Promote the cultural heritage linked to the sea. This is the objective of the mission report on maritime heritage, commissioned in October 2021 by Annick Girardin and Roselyne Bachelot, then respectively ministers of the sea and culture, and finally published mid -april. The architect-urban planner Henry Masson, who piloted it, made proposals to improve the classification and conservation of sites.
Among other things, it recommends studying the sites classified as “remarkable heritage” in order to identify “specificities linked to maritime heritage”. Or even to label and integrate certain municipalities into the network of “Towns and countries of art and history”, to recognize this local heritage.
A strong identity defended by citizens
Proud of their local identity, the inhabitants united in an association are the central players in the protection of this heritage. If “the State also obviously plays a key role”, notes Henry Masson, maritime museums, essential conservation centers for this sector, “are often born of citizens’ initiatives or associations of sailors, who have been able to convince elected afterwards “. Real cooperation must therefore be established between administrations and neighborhood associations.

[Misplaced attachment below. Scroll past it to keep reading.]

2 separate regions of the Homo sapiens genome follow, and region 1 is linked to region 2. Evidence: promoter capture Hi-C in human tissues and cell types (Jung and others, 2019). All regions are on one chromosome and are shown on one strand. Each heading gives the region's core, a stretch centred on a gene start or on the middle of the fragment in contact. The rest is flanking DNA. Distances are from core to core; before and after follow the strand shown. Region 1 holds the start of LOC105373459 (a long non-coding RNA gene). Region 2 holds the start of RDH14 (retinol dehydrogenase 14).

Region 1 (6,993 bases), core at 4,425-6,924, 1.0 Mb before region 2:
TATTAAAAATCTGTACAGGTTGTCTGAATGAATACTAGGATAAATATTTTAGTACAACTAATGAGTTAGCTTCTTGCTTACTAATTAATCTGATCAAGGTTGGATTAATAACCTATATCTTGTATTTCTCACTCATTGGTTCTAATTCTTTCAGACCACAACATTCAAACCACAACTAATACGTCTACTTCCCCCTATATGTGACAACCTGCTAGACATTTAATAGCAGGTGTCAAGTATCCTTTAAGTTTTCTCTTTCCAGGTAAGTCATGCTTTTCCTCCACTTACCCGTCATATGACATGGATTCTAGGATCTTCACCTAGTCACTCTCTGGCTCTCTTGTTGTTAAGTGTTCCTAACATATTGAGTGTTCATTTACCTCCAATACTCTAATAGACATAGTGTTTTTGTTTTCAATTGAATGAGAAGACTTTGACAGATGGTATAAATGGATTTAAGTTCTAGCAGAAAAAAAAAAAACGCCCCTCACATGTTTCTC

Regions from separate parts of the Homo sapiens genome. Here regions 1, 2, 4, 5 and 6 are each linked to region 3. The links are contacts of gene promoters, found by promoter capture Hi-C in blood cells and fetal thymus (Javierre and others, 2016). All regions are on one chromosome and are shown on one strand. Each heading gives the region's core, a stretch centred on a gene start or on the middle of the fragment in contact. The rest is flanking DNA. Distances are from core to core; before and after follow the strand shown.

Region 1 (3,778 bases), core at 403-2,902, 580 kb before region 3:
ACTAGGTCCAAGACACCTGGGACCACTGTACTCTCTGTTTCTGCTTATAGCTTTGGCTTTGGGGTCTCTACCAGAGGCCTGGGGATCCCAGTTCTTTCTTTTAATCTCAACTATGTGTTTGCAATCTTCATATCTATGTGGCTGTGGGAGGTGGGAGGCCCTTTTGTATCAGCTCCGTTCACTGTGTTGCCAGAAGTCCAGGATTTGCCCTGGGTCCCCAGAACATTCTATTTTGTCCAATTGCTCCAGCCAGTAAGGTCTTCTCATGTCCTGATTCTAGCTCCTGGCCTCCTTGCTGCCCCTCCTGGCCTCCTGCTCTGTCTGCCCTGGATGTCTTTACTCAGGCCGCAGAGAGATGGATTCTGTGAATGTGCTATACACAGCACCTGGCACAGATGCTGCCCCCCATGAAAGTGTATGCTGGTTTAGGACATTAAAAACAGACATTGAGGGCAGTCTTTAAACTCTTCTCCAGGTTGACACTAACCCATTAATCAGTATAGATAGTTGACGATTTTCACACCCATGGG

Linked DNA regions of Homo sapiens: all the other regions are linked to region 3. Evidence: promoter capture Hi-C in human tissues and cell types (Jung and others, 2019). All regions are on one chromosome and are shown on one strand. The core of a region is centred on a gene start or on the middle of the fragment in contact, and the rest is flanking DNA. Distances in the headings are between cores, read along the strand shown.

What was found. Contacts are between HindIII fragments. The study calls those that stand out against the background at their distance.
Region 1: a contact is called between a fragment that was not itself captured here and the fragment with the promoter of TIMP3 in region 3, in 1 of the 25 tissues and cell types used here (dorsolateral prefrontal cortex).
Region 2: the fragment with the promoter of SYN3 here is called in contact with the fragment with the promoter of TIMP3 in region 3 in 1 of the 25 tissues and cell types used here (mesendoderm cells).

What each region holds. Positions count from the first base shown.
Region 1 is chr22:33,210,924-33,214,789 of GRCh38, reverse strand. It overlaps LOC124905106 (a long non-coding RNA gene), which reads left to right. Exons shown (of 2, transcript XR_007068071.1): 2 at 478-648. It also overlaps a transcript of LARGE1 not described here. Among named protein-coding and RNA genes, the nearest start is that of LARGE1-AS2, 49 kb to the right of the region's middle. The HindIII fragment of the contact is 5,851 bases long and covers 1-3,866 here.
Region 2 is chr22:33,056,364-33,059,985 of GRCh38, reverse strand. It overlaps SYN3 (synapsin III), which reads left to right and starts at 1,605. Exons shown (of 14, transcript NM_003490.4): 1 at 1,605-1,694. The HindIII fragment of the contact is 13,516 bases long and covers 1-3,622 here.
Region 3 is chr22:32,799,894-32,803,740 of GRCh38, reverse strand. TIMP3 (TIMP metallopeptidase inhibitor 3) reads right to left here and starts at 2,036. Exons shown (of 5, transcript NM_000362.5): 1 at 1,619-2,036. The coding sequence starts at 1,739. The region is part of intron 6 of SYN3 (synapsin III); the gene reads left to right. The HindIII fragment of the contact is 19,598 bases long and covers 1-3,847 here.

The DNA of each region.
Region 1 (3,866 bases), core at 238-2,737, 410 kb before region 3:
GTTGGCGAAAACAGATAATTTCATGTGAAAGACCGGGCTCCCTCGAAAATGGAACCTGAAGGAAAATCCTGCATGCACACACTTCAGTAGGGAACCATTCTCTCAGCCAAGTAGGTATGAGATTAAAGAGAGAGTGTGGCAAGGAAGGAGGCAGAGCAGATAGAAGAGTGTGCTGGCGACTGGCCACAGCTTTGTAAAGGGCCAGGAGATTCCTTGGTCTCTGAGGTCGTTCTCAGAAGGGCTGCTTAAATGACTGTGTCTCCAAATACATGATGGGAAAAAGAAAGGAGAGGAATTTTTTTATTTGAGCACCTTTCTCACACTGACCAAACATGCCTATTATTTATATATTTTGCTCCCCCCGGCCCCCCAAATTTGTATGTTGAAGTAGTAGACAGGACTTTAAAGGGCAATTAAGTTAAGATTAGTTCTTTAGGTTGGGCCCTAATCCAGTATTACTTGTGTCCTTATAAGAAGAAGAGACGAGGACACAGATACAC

In this sense, the report brings together dozens of places where cooperation between the various local actors has enabled the enhancement of maritime heritage. Among them, the Pêcheries, museum of Fécamp installed in the old factory La Morue, the Fort of Ambleteuse, which houses a small museum run by volunteers, or the former submarine base of Saint-Nazaire, valued by the municipality to open the city to the port and its history.
Unfortunately, this heritage is still largely unknown, sometimes even by the competent authorities. “Some major sites have been classified by the State, without their maritime singularity having been attested”, regrets the author of the report, who takes Mont-Saint-Michel as an example. The site has been classified as a historical monument since the second half of the 19th century. A recognition linked to its 8th century abbey, and not to “its relationship to the sea”.
Such an intangible heritage
In addition to these sites and the infrastructures that result from them, such as lighthouses or boats, France’s maritime heritage is also made up of “a set of intangible resources”, from fishermen’s songs to maritime festivals or cuisine that adapts to the catch of the day. “To quantify all this, local actors write, record and photograph in order to disseminate and make known their traditions”, notes Henry Masson who is convinced: “The recognition of this cultural heritage will also go through a change of outlook. »